Thursday, February 9, 2012


A lot has been going on in my life since my last post. As most of my friends know, I am now the manager for Jason Hayward's music career. That's been an interesting road so far. My experiences and what I've learned are going to be fodder for a new joint blog with the man himself. I'll be focusing on the business and marketing side of things, while he'll talk about the creation and performance aspects of musicking.

I've also finally seriously decided to start looking for writing and editing jobs. It's the only saleable skill I have (yes, saleable is a word, I promise). My plan is to learn to sail and create enough of a steady income through freelancing that I can live on the boat and not be tied to one spot. Jason has a very similar plan, except it has to do with music, not writing. Or at least not as much.

I've learned a lot in the past eight months or so. I learned a lot before that too, but this year has been one of transformation. I'm not sure if it's good or bad; sometimes I feel like I'm becoming dumber, more forgetful, and much more easily frustrated.

I also feel like I've discovered a whole world that was happening around but without me. I'm referring to the music industry, of course. Ever since I moved to this town, I've been asking people to introduce me to the local music scene, because I could see it was vibrant. I received many promises to fulfill that wish, but it never actually happened.

Sure, I discovered a few bands on my own and more or less figured out which venues had the best shows and so on. But since becoming Jason's, I've had to make direct contact with bar owners, music store owners, and other musicians. I've since organized a number of shows and learned a million things about marketing and things like social media and fan-artist relations.

I've also learned about song forms, composing, and myriad other things (that word always makes me think of Jillian, who managed to use it in a cover letter a while back).

But this stuff will be in my new blog, which will go live next month! Hope to see you  there!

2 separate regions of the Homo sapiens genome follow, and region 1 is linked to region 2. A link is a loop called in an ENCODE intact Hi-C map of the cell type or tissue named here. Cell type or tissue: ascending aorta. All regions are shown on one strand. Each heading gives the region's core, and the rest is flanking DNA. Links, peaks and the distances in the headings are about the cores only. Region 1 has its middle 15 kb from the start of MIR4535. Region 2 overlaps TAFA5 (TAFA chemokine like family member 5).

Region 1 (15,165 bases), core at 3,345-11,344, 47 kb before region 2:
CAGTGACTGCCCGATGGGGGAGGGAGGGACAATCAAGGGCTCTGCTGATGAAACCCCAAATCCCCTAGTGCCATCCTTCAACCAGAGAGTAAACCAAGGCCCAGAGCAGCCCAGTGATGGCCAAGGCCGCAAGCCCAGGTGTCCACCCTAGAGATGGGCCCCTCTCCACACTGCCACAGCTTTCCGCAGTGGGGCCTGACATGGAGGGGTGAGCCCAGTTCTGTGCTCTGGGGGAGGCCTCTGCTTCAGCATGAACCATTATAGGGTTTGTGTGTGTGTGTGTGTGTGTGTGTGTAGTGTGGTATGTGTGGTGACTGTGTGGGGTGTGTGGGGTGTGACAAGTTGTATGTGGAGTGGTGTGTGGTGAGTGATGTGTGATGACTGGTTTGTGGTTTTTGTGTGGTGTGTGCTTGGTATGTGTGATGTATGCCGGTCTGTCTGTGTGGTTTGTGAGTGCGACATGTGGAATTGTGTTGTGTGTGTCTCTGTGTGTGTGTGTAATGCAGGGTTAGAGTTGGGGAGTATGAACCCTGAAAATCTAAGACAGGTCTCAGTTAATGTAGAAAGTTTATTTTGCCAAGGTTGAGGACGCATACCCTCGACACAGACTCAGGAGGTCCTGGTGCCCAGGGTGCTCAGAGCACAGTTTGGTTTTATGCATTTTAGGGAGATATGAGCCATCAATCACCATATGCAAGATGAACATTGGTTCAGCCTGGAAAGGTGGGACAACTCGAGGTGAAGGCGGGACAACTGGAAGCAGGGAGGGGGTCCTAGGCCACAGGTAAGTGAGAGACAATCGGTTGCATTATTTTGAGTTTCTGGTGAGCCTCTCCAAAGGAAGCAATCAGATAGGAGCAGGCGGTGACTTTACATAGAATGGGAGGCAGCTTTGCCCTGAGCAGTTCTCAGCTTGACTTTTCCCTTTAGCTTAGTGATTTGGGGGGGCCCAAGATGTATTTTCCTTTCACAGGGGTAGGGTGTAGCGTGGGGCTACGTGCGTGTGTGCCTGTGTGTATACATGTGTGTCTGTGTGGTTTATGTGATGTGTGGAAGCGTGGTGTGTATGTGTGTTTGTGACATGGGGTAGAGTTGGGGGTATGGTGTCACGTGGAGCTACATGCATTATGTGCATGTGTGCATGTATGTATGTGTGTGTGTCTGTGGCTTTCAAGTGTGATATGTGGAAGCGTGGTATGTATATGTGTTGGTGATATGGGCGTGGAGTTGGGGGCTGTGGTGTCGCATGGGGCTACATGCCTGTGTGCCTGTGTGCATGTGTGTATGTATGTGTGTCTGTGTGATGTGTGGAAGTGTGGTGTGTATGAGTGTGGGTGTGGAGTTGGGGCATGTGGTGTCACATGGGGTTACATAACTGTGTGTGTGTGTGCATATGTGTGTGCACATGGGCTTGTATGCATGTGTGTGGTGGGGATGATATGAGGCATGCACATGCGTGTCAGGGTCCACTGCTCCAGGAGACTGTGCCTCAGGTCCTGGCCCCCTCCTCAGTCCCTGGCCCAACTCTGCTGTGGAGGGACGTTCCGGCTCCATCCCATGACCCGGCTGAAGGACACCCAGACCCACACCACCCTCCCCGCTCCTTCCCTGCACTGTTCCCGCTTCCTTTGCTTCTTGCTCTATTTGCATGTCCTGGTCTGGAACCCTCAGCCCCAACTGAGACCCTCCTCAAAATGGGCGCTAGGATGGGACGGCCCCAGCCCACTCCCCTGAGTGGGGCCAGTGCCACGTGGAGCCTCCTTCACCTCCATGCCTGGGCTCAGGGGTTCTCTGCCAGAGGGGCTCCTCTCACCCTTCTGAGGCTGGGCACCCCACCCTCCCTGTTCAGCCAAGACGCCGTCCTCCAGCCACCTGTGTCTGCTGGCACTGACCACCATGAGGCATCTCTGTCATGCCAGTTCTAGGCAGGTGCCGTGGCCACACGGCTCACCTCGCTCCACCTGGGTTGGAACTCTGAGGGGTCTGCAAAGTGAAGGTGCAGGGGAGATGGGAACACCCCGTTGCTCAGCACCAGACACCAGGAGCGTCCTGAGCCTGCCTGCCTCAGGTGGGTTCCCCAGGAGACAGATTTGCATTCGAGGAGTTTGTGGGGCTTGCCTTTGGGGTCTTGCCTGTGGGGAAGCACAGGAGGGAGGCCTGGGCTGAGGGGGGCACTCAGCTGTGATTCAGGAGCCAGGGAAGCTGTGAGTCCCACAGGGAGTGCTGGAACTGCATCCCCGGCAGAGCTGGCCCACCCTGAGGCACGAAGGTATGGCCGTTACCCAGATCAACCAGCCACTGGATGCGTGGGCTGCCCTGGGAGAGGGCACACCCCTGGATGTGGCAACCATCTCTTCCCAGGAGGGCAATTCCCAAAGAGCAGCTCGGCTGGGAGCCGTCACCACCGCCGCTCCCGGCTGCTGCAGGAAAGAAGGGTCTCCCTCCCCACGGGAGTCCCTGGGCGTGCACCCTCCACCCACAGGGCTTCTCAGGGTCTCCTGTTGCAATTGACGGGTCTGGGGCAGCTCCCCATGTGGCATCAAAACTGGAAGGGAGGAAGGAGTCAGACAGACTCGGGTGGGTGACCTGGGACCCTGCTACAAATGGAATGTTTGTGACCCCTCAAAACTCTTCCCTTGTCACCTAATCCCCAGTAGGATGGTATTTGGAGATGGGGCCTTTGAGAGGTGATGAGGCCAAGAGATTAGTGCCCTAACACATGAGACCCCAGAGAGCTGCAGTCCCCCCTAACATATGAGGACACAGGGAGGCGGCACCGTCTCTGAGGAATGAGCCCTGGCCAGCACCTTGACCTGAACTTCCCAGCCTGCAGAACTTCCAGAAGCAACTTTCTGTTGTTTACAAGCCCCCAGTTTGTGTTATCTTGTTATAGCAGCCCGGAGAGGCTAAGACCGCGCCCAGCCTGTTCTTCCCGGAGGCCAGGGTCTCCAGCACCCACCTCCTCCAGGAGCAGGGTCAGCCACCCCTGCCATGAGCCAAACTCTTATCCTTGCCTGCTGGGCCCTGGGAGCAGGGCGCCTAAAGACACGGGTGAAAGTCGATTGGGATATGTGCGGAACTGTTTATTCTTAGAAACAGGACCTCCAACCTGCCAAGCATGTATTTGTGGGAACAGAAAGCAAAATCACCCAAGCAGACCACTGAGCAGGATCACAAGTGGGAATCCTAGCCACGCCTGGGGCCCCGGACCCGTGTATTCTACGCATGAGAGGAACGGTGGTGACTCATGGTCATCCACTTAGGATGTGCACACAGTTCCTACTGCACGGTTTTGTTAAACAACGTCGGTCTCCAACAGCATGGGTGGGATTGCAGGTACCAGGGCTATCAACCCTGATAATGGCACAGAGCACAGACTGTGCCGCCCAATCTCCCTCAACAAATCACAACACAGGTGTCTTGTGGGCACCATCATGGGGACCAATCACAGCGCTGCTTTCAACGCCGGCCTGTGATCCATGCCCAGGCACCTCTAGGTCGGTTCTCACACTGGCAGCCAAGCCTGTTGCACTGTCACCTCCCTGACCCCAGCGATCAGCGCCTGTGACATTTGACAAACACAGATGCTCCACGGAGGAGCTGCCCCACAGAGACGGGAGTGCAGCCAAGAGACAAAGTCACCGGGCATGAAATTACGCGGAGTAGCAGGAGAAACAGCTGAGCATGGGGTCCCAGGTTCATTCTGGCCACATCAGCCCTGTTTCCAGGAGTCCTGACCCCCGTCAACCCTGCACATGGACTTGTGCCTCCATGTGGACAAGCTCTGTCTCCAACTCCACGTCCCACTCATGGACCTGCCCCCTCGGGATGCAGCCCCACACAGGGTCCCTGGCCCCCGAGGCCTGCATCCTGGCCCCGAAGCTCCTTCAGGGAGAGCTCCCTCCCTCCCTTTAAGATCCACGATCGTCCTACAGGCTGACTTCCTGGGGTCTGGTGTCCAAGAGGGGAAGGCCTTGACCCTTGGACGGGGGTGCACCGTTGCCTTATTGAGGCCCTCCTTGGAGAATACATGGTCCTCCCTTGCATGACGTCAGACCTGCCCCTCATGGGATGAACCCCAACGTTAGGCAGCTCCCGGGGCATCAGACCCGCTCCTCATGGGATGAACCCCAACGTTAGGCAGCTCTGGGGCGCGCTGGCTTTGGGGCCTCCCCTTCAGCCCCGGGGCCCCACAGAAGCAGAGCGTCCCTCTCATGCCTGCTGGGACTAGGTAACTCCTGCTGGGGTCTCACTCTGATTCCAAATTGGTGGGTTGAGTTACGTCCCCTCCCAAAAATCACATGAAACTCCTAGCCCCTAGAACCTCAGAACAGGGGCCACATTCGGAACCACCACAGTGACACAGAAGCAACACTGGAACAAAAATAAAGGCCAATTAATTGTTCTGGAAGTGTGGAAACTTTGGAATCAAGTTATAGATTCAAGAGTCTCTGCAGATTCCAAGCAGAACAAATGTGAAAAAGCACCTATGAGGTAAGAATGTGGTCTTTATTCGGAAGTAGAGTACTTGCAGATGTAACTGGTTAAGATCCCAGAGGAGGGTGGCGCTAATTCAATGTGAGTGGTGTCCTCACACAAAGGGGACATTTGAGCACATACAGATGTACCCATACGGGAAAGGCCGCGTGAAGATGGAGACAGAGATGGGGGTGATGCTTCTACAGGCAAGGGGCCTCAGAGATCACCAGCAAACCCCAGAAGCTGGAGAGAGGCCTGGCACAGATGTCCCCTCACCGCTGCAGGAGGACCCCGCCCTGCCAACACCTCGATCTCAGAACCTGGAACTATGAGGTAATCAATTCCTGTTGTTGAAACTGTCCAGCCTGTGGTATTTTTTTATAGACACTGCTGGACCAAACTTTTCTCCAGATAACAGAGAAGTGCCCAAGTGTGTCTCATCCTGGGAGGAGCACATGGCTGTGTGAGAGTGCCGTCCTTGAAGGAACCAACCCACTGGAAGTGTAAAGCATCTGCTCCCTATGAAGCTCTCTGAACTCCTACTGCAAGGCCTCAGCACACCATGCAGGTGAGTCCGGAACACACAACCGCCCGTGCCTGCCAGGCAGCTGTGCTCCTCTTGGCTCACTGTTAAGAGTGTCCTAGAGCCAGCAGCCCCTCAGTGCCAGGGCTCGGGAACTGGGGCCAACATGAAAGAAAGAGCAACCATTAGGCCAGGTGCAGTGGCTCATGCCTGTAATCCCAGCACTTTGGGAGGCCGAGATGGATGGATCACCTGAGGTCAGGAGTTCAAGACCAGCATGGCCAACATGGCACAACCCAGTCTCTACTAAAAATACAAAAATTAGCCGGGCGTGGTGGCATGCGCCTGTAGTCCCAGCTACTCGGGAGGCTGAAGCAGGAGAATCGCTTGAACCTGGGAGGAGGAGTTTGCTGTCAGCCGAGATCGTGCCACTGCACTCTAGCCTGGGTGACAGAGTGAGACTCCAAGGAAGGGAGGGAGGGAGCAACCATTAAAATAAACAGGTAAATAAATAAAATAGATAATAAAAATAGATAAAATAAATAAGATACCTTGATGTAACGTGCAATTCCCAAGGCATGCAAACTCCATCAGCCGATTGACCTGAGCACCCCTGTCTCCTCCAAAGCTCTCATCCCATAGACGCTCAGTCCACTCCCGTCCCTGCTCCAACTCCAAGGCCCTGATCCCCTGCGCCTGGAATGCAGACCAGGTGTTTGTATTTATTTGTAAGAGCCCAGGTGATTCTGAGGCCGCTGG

Thursday, February 2, 2012

Heat Death

Ajax wasn’t afraid of his own death; it was the heat death of the universe. “I’ll be fine if I know the universe will go on. But if it ends...” He didn’t tell us what would happen if it ended. He just slurped his fruity Crayola-red smoothie through a straw.
This was before he knew he was allergic to gluten. And milk.
This was before the heat death.
His parents named him after the Shakespearean Ajax, but he liked the Iliad ones better. The one he liked best of all was “Ajax the Lesser”, the son of King Oileus of Locris and a nymph named Rhene. They called him lesser because he wasn’t Ajax the Great, the heroic Ajax.
He was the swiftest of the Greeks, other than Achilles, of course, and he was great with a spear. The goddess Athena tried to kill him in a shipwreck, but he managed to survive by holding onto a rock. Then he got cocky and said even the gods couldn’t kill him. That pissed off Poseidon, who split the rock in half with his trident. Ajax the Lesser drowned. This was after he led forty Locrian ships against the Trojans in the war.
It was all foolishness, but it made us laugh for some reason. Ajax the Lesser was a dick. He was accused of raping the priestess Cassandra (which is why Athena was mad at him), but he took an oath of innocence and hid in a temple, so they let him live because they didn’t want to destroy the temple and have two immortal beings mad at them, instead of just the one.
They said after he died, his spirit hung out in the island of Leuce and he was worshiped as a hero. They even put him on some coins. Not too bad for a pompous ass.
“Of course, it’s not supposed to happen for a few billion years.” He adjusted his sunglasses. He always wore them inside, even in the mall.
“You’ll be dead before then,” I said. He nodded and swiveled his stool. We were sitting at the ‘bar’, where you can overlook the generic Chinese food take-out, right next to the generic greasy, diner-style hole in the wall. Generic, but they were ours.
We were still teenagers. We thought sunglasses indoors made you cool, especially when coupled with long rock star hair and a stonewashed leather jacket. Ajax was all that. He was Ajax the Lesser incarnate: a badass, god-dissing local hero.
“So what is heat death?” Only Max would ask. Me and Corey, well, we just liked to be with Ajax; we didn’t care what he was talking about, as long as he was talking to us. Sometimes it was hard to tell whether he was or not.
Those midnight sunglasses hid his eyes, adding mystery to the cool factor. He’d been places, man, seen things. Or so we imagined. We had no idea where he came from, just that he appeared in our class one day. He was in and out of detention, left a trail of girls in his wake, and showed up at school when he felt like it. The epitome of cool.
He also smoked, and I don’t mean cigarettes. He never charged us for it; he wasn’t a dealer. He threw house parties that his mom came to, which was fine with us because she had him when she was sixteen and she was hilarious when she got high (“I didn't really name him after Shakespeare, you know. I named him after the cleaning stuff.”). She was hilarious when she was sober too, but more in an Ajax-get-yer-arse-outta-bed-and-help-me-find-my-pantyhose kind of way.